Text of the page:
We are all seeds

The world is divided. Left v Right. Up v Down.

The good news is that all this can be resolved. All we have to do is convince the other people to think like we do.

And here in lies the problem. We see our differences as individual choices.

“Those people are racist/hippies/communists/(insert group you disagree with here)

We blame individuals rather than society.

I’ve been very fascinated by the work of Gabor Maté for the last few years. Apart from winning the lottery on having one of the coolest names, he is a leading expert on addictions and childhood development and trauma. Gabor’s work specifically looks at the effect our childhoods and trauma has on our later development. His theory is that the trauma a person is exposed to as a child causes them to seek ways to process and deal with that in later life. In the bigger picture this manifests in the form of addictions and crime, but can also be much more subtle in the way we interact with others, our self esteem, and decisions we make in life. Having worked with at-risk youth for a number of years, who often had high levels of trauma, I have found his theories to be extremely accurate.

Looking at the world through Gabor’s eyes changed my interpretation of addicts and criminals dramatically. The general view in society is that these are bad people who make bad decisions. His approach allows us not to ask “what’s wrong with this person?” but instead ask “what happened to this person?”

It is an empathetic way of looking at the world that is wholly refreshing. I would encourage you to check out his website here, read any of his books or for a quick fix listen to this podcast with him and Russel Brand. I also plan to write more about Gabor at a later date.

I’ve been looking at his work recently through the permaculture and natural living lens. If our past can affect our likelihood to become a criminal, can it not also affect other aspects of our lives? Can it not in fact affect all aspects of our lives?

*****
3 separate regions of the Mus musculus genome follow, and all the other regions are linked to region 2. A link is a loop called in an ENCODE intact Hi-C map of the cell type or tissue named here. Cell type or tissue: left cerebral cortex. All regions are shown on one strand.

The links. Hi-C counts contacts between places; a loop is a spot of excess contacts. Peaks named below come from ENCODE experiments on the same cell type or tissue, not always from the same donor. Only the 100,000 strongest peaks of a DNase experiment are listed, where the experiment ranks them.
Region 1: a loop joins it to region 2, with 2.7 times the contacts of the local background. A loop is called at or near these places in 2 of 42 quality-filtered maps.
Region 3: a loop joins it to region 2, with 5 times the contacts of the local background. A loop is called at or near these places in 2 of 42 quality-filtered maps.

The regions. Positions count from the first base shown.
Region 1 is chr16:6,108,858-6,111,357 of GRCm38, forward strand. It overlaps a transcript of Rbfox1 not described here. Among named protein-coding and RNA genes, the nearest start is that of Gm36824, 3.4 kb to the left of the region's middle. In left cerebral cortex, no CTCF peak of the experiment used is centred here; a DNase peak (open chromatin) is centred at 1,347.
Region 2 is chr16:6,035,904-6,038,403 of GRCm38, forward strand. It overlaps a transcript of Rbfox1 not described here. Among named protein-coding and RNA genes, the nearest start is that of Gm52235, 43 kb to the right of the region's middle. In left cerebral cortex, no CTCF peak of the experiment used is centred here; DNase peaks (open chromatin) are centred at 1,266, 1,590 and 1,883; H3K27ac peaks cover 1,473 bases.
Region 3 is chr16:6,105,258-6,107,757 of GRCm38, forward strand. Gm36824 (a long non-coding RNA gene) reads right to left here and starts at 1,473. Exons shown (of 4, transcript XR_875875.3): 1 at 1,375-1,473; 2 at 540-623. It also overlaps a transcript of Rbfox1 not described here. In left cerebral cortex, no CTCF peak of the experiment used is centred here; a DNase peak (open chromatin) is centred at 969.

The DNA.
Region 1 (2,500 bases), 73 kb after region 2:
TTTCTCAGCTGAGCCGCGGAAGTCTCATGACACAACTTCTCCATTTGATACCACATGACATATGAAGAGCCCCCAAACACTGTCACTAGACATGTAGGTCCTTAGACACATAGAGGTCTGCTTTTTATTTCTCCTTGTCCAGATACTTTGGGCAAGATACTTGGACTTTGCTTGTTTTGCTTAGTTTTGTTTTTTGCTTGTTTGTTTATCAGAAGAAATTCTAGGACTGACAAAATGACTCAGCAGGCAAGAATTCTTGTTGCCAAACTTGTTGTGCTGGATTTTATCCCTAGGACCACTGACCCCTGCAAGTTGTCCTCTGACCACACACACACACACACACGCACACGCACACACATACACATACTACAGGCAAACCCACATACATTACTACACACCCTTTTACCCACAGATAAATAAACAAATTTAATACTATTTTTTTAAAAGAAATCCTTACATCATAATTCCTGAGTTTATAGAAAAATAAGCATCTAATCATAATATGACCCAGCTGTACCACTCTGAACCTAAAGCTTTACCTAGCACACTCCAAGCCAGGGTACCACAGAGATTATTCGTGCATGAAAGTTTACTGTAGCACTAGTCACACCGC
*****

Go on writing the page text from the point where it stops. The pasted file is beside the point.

If we expand the Gabor theory, every aspect of our lives is arguably a direct correlation to that which has happened before. We are simply a product of our experiences and environment.

People who grow up surrounded by right wing views are much more likely to have right views.

People who grow up surrounded by left wing views are much more likely to have left views.

Instead of seeing people as different to us, instead we can look at what their environment has created.

Instead of asking “what’s wrong with this person?” we should be asking “what environment did this person grow up in?”

This can be quite a freeing way of looking at the world. It removes the feeling of anger towards people who hold opposing views and beliefs from ourselves.

The reason we are who we are is a culmination of all the experiences that predated this moment in time. The decisions we make today are somewhat inevitable. The words that I’m writing now are a direct correlation to all of the experiences that have happened prior to this moment in my life.

This doesn’t mean that we can’t do anything to change our path. It means we can observe and interact with our environment and understand why our views, values etc might be the way they are. This might allow us to understand other peoples view points and be open to hearing them and understanding why they think that way. It also means that once we understand what our environment was like, we can design ways to modify and change it.

In much the same way as Gabor Maté works with people to understand their addictions and change their behaviour, we can do the same.

If we want to make change we need to change the environment and the individual will follow.

If you have ever grown food you will understand the importance of creating the right environment for your seeds. Too much water and they may mould, too little and they dry out, not enough light and they grow too spindly.

But, if you create the right environment; healthy soil, enough light, shade and water, ideal temperatures, then those plants will thrive.

We are all seeds.